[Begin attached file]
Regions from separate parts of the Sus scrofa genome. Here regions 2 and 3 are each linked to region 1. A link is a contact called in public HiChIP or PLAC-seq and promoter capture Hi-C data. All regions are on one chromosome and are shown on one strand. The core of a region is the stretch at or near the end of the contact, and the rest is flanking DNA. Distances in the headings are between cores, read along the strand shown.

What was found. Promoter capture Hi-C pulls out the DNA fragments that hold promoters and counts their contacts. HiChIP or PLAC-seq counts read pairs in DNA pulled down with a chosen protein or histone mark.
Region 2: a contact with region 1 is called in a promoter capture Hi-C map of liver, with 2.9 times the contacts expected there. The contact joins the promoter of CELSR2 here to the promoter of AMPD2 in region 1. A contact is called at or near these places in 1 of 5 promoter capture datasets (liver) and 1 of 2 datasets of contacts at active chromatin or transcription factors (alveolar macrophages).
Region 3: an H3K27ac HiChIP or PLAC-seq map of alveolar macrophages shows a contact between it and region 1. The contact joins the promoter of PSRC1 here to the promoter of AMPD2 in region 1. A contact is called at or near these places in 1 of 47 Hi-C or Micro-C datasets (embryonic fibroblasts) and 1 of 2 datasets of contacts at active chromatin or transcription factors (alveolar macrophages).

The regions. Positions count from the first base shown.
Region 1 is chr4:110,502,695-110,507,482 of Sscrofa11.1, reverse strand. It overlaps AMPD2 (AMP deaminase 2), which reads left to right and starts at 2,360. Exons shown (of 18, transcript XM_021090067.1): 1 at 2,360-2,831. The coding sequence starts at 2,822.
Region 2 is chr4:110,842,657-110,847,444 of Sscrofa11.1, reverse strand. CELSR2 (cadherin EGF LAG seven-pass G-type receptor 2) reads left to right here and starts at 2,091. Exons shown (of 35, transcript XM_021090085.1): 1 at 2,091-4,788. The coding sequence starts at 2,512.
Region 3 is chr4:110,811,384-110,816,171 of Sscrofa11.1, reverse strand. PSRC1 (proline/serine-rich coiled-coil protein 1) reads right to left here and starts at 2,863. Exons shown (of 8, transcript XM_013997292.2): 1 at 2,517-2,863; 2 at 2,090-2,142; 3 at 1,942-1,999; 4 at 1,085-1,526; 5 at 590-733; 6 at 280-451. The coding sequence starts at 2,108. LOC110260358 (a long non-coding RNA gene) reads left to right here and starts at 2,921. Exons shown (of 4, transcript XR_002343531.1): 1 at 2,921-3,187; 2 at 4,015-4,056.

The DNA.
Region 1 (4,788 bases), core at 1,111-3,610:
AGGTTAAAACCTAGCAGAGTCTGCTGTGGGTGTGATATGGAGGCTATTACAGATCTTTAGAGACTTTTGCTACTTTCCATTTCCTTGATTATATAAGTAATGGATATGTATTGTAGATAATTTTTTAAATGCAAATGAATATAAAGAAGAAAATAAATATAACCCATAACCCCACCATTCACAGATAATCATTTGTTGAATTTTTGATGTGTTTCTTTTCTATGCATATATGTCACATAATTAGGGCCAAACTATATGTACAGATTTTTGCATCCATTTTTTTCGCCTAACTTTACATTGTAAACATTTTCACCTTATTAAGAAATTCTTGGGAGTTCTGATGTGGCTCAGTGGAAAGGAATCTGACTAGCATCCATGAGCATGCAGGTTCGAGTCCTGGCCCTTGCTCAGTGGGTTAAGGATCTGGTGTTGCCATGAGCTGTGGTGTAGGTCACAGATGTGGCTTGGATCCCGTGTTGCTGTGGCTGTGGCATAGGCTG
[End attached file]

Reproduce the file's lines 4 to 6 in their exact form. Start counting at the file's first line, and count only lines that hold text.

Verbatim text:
Region 3: an H3K27ac HiChIP or PLAC-seq map of alveolar macrophages shows a contact between it and region 1. The contact joins the promoter of PSRC1 here to the promoter of AMPD2 in region 1. A contact is called at or near these places in 1 of 47 Hi-C or Micro-C datasets (embryonic fibroblasts) and 1 of 2 datasets of contacts at active chromatin or transcription factors (alveolar macrophages).

The regions. Positions count from the first base shown.
Region 1 is chr4:110,502,695-110,507,482 of Sscrofa11.1, reverse strand. It overlaps AMPD2 (AMP deaminase 2), which reads left to right and starts at 2,360. Exons shown (of 18, transcript XM_021090067.1): 1 at 2,360-2,831. The coding sequence starts at 2,822.